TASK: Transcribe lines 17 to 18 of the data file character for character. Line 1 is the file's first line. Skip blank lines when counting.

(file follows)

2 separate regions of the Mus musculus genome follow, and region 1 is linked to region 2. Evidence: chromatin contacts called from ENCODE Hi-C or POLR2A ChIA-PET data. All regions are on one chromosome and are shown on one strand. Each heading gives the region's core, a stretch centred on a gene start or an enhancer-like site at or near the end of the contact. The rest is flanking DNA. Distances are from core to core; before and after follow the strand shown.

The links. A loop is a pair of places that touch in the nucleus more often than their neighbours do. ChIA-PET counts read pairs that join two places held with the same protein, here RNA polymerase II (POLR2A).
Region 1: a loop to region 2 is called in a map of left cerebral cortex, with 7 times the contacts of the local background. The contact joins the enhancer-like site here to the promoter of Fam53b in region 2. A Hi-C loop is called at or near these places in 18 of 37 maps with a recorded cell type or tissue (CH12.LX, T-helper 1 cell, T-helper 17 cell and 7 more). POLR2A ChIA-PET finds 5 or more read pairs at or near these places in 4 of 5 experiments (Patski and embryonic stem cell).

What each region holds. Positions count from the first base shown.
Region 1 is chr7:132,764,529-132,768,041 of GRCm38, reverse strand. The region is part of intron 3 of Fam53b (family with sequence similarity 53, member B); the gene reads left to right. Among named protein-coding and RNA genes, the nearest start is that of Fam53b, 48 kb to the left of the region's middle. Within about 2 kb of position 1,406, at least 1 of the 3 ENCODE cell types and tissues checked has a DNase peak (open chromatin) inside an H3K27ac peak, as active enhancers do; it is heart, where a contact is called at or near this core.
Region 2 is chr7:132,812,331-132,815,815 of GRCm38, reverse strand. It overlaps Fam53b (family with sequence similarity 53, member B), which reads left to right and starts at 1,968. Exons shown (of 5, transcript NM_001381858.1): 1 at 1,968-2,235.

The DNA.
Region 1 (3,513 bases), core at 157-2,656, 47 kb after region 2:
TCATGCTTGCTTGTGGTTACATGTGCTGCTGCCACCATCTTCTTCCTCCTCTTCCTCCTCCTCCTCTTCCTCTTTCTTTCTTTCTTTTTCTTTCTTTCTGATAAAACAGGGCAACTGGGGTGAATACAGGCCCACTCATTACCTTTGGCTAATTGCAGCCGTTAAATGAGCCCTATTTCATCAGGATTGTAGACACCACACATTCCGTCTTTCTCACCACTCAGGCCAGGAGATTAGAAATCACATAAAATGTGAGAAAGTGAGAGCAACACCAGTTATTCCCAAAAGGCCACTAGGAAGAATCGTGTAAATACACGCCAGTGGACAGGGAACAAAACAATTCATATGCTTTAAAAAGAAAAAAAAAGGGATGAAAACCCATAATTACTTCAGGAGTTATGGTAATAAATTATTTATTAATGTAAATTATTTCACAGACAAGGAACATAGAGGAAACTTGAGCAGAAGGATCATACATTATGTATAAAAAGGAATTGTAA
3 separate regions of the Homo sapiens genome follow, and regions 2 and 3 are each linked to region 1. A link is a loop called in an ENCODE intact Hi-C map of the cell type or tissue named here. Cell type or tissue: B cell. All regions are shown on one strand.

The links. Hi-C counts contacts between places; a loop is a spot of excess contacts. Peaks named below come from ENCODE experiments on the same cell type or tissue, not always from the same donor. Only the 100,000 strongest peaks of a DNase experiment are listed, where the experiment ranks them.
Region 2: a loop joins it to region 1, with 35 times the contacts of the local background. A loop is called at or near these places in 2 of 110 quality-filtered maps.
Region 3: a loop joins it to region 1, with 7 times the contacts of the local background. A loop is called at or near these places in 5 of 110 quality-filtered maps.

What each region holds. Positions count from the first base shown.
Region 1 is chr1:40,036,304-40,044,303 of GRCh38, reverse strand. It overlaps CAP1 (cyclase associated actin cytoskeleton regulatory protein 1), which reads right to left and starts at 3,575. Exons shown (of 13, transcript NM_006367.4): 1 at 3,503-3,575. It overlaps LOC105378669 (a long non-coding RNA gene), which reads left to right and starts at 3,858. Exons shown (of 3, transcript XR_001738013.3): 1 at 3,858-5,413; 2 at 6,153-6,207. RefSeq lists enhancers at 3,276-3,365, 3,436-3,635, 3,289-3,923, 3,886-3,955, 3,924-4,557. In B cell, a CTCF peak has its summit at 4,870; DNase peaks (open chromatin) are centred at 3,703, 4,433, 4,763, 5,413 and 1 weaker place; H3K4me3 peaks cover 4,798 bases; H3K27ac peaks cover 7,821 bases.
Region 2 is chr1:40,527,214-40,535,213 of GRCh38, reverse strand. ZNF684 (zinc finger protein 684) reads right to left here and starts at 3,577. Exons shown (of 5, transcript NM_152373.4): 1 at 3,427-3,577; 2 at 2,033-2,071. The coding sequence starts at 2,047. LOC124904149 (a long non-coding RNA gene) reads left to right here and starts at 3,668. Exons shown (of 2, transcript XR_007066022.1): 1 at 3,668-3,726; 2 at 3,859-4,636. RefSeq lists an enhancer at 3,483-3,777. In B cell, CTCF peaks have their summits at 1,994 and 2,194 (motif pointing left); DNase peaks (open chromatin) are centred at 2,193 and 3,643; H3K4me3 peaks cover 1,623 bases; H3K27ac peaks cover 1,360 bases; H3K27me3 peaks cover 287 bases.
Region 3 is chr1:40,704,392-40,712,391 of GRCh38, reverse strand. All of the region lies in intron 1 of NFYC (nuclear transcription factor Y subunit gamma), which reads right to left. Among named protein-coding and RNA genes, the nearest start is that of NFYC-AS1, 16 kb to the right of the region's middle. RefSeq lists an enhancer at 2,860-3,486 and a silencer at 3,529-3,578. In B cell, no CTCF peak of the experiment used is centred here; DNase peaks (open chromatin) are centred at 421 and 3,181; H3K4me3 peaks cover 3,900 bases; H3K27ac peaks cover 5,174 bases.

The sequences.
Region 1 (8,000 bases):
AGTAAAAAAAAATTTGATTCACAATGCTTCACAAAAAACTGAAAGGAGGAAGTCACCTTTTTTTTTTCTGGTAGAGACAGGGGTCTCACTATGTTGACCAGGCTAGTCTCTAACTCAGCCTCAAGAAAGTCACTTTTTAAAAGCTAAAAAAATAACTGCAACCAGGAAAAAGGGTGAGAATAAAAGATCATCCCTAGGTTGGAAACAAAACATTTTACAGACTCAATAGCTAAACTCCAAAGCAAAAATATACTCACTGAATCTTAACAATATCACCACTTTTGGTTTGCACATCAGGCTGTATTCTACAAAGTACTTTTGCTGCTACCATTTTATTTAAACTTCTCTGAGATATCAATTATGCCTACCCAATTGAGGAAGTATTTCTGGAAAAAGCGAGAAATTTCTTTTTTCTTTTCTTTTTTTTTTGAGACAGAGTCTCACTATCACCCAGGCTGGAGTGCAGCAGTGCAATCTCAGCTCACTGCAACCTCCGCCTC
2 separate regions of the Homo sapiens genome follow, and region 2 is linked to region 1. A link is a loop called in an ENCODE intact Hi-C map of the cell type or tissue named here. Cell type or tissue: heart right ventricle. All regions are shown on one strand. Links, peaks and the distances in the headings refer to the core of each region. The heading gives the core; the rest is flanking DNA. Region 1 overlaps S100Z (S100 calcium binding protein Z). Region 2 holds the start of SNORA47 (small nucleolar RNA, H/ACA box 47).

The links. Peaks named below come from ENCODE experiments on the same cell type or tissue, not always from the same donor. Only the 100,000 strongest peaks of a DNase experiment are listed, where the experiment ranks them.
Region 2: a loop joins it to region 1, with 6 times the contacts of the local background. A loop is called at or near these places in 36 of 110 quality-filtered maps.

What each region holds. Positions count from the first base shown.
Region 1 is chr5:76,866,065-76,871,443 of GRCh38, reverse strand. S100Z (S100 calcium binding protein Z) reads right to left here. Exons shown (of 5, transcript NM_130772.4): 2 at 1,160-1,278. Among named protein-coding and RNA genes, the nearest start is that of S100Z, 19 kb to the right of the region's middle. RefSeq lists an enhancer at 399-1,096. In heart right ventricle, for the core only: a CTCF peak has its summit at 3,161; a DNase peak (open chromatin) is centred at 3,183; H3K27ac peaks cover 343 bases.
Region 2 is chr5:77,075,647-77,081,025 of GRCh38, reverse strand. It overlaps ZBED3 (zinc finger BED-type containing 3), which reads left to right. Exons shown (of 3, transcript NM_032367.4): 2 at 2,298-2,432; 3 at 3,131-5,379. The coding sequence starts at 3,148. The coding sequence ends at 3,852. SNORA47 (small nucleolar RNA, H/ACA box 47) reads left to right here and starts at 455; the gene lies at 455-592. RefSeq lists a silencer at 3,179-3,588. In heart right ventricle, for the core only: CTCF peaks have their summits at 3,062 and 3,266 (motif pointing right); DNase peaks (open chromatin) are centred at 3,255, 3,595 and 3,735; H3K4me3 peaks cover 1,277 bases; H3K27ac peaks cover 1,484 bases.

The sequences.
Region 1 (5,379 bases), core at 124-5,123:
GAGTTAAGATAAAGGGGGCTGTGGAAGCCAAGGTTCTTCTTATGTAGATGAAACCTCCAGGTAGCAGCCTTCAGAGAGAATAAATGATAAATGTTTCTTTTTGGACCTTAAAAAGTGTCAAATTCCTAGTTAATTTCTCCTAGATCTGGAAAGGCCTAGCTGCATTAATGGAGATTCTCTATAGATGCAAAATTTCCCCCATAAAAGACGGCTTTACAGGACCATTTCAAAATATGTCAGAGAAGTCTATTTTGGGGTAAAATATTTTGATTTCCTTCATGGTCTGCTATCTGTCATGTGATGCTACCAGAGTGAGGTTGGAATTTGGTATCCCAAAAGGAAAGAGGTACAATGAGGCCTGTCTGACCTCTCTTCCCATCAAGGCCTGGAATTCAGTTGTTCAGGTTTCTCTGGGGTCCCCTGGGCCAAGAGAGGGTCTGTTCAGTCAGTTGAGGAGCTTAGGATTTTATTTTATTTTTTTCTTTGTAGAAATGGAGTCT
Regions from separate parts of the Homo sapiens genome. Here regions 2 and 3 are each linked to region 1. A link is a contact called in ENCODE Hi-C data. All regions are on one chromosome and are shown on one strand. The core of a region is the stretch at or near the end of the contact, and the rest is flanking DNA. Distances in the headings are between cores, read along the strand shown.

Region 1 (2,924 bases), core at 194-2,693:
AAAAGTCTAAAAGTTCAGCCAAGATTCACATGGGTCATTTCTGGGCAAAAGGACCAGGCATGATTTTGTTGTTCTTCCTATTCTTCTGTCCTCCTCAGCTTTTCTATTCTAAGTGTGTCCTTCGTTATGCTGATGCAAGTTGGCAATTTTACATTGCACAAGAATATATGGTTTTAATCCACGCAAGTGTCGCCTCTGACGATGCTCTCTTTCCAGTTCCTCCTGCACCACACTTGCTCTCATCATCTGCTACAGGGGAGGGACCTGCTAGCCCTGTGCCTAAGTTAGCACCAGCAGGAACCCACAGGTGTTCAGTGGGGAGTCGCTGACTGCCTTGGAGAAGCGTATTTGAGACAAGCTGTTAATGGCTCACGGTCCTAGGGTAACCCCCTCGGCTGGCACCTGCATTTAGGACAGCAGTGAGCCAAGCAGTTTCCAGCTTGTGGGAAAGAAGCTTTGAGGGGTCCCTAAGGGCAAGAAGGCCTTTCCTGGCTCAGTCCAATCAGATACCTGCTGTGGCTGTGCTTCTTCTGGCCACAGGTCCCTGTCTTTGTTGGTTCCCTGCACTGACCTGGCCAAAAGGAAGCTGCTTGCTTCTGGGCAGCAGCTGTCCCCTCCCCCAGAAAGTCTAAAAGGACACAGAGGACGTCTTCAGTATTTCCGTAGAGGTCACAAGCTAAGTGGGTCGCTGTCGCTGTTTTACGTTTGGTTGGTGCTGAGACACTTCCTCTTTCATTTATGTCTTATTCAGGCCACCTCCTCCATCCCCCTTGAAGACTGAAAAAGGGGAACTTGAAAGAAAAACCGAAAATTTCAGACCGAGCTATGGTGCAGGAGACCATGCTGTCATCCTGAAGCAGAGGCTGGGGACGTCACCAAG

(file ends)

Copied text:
Region 3 is chr1:40,704,392-40,712,391 of GRCh38, reverse strand. All of the region lies in intron 1 of NFYC (nuclear transcription factor Y subunit gamma), which reads right to left. Among named protein-coding and RNA genes, the nearest start is that of NFYC-AS1, 16 kb to the right of the region's middle. RefSeq lists an enhancer at 2,860-3,486 and a silencer at 3,529-3,578. In B cell, no CTCF peak of the experiment used is centred here; DNase peaks (open chromatin) are centred at 421 and 3,181; H3K4me3 peaks cover 3,900 bases; H3K27ac peaks cover 5,174 bases.

The sequences.